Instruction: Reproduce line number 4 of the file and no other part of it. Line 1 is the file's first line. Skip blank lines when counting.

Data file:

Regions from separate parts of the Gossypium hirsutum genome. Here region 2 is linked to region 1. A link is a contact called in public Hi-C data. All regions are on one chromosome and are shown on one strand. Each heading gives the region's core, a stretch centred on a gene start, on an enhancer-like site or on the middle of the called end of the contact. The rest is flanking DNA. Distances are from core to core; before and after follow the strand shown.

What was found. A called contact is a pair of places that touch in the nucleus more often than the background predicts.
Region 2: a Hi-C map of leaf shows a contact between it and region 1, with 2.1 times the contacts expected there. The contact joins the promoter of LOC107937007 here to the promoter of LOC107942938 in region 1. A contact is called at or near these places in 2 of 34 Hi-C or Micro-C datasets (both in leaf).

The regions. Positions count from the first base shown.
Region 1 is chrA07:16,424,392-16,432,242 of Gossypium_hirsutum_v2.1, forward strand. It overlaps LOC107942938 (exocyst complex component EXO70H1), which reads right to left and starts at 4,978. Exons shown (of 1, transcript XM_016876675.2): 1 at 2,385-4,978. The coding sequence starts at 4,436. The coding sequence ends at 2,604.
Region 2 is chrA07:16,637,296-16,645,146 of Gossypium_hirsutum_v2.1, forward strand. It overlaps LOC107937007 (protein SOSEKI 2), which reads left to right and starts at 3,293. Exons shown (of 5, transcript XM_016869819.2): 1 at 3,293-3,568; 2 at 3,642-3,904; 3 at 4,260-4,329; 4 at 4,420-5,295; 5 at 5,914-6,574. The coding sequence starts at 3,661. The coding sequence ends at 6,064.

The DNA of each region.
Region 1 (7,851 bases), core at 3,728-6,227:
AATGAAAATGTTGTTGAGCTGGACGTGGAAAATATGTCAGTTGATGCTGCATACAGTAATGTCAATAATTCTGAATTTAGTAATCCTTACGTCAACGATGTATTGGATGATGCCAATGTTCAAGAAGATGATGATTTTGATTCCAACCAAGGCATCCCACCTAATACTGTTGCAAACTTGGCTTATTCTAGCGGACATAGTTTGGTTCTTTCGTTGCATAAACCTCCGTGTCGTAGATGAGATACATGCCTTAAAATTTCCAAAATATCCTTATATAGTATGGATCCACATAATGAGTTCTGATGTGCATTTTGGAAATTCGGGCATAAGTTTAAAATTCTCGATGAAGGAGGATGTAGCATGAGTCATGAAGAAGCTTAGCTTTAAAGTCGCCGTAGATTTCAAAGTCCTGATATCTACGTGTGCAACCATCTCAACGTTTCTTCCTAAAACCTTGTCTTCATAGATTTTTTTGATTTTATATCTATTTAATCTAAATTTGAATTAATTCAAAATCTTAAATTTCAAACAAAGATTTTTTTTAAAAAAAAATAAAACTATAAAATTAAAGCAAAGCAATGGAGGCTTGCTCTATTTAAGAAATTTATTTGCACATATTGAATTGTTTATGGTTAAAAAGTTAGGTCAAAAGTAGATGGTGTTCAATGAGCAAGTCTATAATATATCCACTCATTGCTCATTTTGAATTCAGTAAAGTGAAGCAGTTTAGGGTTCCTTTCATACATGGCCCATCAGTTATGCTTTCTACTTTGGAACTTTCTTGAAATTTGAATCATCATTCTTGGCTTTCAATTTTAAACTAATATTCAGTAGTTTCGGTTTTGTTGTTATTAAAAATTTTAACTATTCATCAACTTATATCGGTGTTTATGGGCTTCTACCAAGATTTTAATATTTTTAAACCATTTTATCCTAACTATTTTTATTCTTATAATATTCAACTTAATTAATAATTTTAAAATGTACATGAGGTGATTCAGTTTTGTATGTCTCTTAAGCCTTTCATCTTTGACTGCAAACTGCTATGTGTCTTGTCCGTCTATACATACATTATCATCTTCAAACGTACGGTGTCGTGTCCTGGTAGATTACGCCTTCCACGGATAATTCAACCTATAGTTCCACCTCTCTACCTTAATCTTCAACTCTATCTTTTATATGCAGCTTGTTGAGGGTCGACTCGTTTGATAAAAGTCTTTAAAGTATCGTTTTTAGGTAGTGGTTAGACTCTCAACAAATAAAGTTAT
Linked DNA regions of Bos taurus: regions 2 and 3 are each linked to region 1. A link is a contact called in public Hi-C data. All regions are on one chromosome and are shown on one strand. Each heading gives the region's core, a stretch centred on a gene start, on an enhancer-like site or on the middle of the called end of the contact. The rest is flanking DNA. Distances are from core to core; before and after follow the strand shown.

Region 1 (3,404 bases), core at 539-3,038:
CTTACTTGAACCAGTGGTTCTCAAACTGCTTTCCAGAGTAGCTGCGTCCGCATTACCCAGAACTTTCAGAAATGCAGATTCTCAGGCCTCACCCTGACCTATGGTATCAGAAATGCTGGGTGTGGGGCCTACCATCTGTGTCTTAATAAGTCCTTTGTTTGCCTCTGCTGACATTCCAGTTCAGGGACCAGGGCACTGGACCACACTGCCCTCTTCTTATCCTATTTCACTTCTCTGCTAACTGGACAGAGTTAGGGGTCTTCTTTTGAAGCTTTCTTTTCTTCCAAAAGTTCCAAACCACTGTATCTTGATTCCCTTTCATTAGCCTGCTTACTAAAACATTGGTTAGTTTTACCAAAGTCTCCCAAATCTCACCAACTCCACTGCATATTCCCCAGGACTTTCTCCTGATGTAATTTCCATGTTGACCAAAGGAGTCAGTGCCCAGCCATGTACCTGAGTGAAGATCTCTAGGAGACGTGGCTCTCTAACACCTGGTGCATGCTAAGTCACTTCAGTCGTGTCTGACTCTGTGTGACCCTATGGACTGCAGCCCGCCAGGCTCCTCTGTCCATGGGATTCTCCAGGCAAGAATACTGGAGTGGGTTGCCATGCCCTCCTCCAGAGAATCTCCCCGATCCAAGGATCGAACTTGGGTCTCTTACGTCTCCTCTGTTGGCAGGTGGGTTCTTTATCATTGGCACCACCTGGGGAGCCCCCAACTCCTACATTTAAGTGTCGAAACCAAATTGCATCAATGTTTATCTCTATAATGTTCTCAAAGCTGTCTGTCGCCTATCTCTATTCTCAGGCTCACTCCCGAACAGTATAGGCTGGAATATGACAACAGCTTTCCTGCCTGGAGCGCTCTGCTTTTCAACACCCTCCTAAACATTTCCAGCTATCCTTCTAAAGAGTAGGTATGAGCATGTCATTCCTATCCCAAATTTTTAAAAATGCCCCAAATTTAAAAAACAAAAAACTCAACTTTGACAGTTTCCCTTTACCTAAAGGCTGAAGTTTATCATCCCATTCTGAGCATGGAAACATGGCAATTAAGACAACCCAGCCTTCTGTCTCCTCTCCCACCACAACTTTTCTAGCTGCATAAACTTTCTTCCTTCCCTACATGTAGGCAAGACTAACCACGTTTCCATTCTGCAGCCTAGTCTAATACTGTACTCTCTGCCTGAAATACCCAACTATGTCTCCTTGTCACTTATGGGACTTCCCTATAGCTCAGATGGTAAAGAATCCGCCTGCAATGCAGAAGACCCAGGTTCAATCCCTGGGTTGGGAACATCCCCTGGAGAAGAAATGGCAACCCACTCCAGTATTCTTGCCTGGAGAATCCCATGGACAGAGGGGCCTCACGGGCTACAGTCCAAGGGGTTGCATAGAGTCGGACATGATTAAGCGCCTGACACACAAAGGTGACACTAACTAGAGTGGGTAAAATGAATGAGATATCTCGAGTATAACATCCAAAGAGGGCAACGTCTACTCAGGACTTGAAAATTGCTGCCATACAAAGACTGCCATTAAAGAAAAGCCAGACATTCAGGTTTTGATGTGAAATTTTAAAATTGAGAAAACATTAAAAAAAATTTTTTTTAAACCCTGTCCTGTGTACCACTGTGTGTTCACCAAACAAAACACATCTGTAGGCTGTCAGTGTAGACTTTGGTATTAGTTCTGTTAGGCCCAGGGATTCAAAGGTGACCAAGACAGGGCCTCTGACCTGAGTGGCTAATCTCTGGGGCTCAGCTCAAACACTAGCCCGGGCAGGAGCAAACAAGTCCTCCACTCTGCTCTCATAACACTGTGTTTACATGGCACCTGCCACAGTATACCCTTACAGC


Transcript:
The regions. Positions count from the first base shown.